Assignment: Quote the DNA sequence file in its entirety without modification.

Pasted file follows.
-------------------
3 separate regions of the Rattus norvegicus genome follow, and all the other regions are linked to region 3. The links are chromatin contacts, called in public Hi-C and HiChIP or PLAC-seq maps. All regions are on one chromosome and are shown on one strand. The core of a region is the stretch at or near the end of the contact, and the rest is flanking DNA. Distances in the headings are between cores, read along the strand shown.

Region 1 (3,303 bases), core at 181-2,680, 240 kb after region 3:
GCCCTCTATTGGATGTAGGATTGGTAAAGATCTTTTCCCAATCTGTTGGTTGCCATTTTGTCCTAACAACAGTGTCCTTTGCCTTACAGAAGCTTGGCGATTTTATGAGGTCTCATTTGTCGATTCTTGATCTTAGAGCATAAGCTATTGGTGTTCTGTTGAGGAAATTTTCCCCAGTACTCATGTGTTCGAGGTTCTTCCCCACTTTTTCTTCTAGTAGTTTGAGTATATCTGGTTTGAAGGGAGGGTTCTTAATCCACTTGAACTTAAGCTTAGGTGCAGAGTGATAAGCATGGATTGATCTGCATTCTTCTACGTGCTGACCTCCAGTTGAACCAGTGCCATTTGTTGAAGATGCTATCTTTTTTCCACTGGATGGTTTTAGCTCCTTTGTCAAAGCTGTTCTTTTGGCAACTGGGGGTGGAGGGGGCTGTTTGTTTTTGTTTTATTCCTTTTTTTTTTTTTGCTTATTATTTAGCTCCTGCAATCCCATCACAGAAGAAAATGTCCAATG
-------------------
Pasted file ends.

3 separate regions of the Rattus norvegicus genome follow, and all the other regions are linked to region 3. The links are chromatin contacts, called in public Hi-C and HiChIP or PLAC-seq maps. All regions are on one chromosome and are shown on one strand. The core of a region is the stretch at or near the end of the contact, and the rest is flanking DNA. Distances in the headings are between cores, read along the strand shown.

Region 1 (3,303 bases), core at 181-2,680, 240 kb after region 3:
GCCCTCTATTGGATGTAGGATTGGTAAAGATCTTTTCCCAATCTGTTGGTTGCCATTTTGTCCTAACAACAGTGTCCTTTGCCTTACAGAAGCTTGGCGATTTTATGAGGTCTCATTTGTCGATTCTTGATCTTAGAGCATAAGCTATTGGTGTTCTGTTGAGGAAATTTTCCCCAGTACTCATGTGTTCGAGGTTCTTCCCCACTTTTTCTTCTAGTAGTTTGAGTATATCTGGTTTGAAGGGAGGGTTCTTAATCCACTTGAACTTAAGCTTAGGTGCAGAGTGATAAGCATGGATTGATCTGCATTCTTCTACGTGCTGACCTCCAGTTGAACCAGTGCCATTTGTTGAAGATGCTATCTTTTTTCCACTGGATGGTTTTAGCTCCTTTGTCAAAGCTGTTCTTTTGGCAACTGGGGGTGGAGGGGGCTGTTTGTTTTTGTTTTATTCCTTTTTTTTTTTTTGCTTATTATTTAGCTCCTGCAATCCCATCACAGAAGAAAATGTCCAATG